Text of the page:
Thursday, August 18, 2022

IMF cuts India’s growth forecast

The International Monetary Fund (IMF) on Tuesday slashed growth forecast for India by 80 basis points to 7.4 per cent for FY23 citing less favourable external conditions and rapid policy tightening by the central bank.
In its update to the April World Economic Outlook, IMF said though a global recession in 2022 is ruled out with growth estimate of 3.2 per cent, the balance of risks is squarely to the downside, driven by a wide range of factors that could adversely affect global economic performance, Business Standard reported.
“The risk of recession is particularly prominent in 2023, when in several economies growth is expected to bottom out, household savings accumulated during the pandemic will have declined, and even small shocks could cause economies to stall. For example, according to the latest forecasts, the United States will have real GDP growth of only 0.6 percent in the fourth quarter of 2023 on a year-over-year basis, which will make it increasingly challenging to avoid a recession,” it added.
The IMF said further lockdowns and the deepening real estate crisis in China have led growth to be revised down by 1.1 percentage points to 3.3 per cent for 2022, with major global spillovers.
“Downgrades for China and the United States, as well as for India, are driving the downward revisions to global growth during 2022–23, which reflect the materialization of downside risks highlighted in the April 2022 World Economic Outlook,” it added.
The IMF said for emerging markets and developing economies, the negative revisions to growth reflect mainly the sharp slowdown of China’s economy and the moderation in India’s economic growth.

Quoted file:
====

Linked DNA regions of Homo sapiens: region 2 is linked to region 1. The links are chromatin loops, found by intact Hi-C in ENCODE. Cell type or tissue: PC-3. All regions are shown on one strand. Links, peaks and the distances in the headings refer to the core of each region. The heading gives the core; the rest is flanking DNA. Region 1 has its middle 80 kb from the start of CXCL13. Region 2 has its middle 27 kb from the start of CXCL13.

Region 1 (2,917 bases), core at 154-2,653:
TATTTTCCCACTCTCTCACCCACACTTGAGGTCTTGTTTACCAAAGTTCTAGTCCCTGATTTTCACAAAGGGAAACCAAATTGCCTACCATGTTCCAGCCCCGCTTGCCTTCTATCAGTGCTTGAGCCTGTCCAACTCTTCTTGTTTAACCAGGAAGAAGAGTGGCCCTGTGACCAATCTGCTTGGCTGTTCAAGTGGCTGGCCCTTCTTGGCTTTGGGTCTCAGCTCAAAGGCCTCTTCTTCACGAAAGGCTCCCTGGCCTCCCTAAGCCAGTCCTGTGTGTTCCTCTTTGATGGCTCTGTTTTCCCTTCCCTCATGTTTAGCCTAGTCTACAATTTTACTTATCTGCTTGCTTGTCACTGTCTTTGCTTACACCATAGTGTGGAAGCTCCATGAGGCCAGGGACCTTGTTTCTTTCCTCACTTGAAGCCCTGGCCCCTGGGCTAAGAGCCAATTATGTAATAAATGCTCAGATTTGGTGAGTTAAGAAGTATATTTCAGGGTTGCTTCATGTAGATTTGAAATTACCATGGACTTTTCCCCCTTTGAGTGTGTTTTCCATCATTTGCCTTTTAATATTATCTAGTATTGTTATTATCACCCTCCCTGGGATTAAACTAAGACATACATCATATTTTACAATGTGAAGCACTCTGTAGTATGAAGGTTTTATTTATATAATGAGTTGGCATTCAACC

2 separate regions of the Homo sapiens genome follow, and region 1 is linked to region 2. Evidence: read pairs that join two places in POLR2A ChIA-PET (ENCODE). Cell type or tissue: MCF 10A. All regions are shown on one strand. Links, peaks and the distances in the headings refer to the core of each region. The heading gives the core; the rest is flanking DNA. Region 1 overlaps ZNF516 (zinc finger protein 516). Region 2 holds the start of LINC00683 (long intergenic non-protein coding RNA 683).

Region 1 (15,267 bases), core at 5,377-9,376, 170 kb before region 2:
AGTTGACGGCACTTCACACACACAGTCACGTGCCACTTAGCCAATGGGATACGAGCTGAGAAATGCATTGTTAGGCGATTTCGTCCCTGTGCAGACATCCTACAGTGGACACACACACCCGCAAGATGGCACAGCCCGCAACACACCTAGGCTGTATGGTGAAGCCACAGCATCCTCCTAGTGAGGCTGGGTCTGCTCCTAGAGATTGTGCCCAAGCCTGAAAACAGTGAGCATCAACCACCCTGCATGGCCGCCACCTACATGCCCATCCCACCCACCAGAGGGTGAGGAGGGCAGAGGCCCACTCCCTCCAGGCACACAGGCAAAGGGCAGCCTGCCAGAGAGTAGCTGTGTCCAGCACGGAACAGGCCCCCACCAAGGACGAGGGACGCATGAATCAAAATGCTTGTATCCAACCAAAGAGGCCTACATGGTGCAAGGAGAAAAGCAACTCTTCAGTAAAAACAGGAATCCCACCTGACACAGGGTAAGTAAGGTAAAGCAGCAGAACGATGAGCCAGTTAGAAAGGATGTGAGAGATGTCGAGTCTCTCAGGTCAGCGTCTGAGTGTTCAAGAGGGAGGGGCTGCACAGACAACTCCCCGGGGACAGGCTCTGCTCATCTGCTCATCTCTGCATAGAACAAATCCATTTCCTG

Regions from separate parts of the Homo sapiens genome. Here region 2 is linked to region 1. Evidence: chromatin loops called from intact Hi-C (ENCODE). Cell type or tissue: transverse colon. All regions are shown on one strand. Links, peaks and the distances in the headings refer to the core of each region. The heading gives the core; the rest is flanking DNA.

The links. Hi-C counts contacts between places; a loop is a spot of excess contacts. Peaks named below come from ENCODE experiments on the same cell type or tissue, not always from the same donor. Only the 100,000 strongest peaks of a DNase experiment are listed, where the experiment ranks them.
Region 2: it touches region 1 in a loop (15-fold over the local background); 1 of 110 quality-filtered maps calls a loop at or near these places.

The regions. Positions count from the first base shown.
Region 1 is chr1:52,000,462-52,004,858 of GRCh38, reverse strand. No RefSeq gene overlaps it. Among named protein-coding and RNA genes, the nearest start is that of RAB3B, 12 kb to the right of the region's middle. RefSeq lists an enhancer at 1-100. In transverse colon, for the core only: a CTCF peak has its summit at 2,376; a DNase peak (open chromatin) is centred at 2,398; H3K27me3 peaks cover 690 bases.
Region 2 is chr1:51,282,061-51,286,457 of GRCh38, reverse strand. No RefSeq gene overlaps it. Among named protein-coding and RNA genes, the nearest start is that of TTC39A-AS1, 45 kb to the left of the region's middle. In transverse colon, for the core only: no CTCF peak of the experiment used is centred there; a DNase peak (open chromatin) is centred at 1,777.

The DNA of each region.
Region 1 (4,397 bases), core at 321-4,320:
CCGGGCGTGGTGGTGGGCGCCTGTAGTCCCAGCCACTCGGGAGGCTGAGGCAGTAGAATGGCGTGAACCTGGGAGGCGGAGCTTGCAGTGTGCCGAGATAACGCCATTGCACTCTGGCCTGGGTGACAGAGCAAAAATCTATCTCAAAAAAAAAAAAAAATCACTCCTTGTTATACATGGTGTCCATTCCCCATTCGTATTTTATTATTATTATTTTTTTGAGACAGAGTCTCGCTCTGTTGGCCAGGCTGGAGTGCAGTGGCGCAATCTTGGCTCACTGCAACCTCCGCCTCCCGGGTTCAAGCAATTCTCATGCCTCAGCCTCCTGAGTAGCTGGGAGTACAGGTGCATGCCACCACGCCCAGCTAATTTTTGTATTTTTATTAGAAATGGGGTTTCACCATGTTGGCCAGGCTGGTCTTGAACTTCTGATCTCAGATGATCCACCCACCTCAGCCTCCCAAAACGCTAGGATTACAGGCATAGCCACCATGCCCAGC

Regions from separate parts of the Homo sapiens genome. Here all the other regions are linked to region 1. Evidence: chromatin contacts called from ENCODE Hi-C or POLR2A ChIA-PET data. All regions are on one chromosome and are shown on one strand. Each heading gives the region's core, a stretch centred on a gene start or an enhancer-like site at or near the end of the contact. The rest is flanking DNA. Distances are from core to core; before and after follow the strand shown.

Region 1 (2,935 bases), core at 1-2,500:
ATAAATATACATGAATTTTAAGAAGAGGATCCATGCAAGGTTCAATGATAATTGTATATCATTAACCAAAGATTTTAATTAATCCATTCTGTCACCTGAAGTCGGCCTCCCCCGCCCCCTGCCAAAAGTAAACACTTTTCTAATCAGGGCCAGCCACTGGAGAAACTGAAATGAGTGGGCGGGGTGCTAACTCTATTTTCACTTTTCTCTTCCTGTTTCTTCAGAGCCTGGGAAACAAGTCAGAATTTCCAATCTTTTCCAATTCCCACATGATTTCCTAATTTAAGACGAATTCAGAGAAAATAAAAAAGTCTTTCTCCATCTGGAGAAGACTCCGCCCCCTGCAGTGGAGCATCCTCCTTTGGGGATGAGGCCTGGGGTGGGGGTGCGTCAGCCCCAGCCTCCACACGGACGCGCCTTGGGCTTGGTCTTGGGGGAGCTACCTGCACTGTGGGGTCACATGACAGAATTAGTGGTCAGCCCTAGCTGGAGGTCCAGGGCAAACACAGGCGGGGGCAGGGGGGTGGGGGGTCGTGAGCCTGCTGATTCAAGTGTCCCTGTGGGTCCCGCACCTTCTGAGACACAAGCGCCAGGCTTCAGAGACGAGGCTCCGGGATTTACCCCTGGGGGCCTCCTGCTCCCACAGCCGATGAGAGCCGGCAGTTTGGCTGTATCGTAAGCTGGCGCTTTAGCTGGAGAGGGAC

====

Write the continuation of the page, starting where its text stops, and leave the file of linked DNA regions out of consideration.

The multilateral lender said global trade growth in 2022 and 2023 will likely slow by more than previously expected, reflecting the decline in global demand and supply chain problems. “The dollar’s appreciation in 2022 — by about 5 percent in nominal effective terms as of June compared with December 2021 — is also likely to have slowed world trade growth, considering the dollar’s dominant role in trade invoicing as well as negative financial balance sheet effects on demand and imports in countries with dollar-denominated liabilities,” it added.
As advanced economy central banks raise interest rates to fight inflation, IMF said widespread capital flight from emerging market and developing economies could amplify this risk.
On policy priorities for economies, IMF said at this juncture, focus should be to bring inflation under control, as price stability was a precondition for durable growth in economic well-being and financial stability. “Economies in which underlying inflation and inflation expectations have risen persistently and significantly above target levels need to take decisive action to tighten monetary policy, with central banks shrinking their balance sheets and raising real interest rates. In the near term, such policies reduce inflation at the cost of lower real activity, higher unemployment, and lower wages,” it added.


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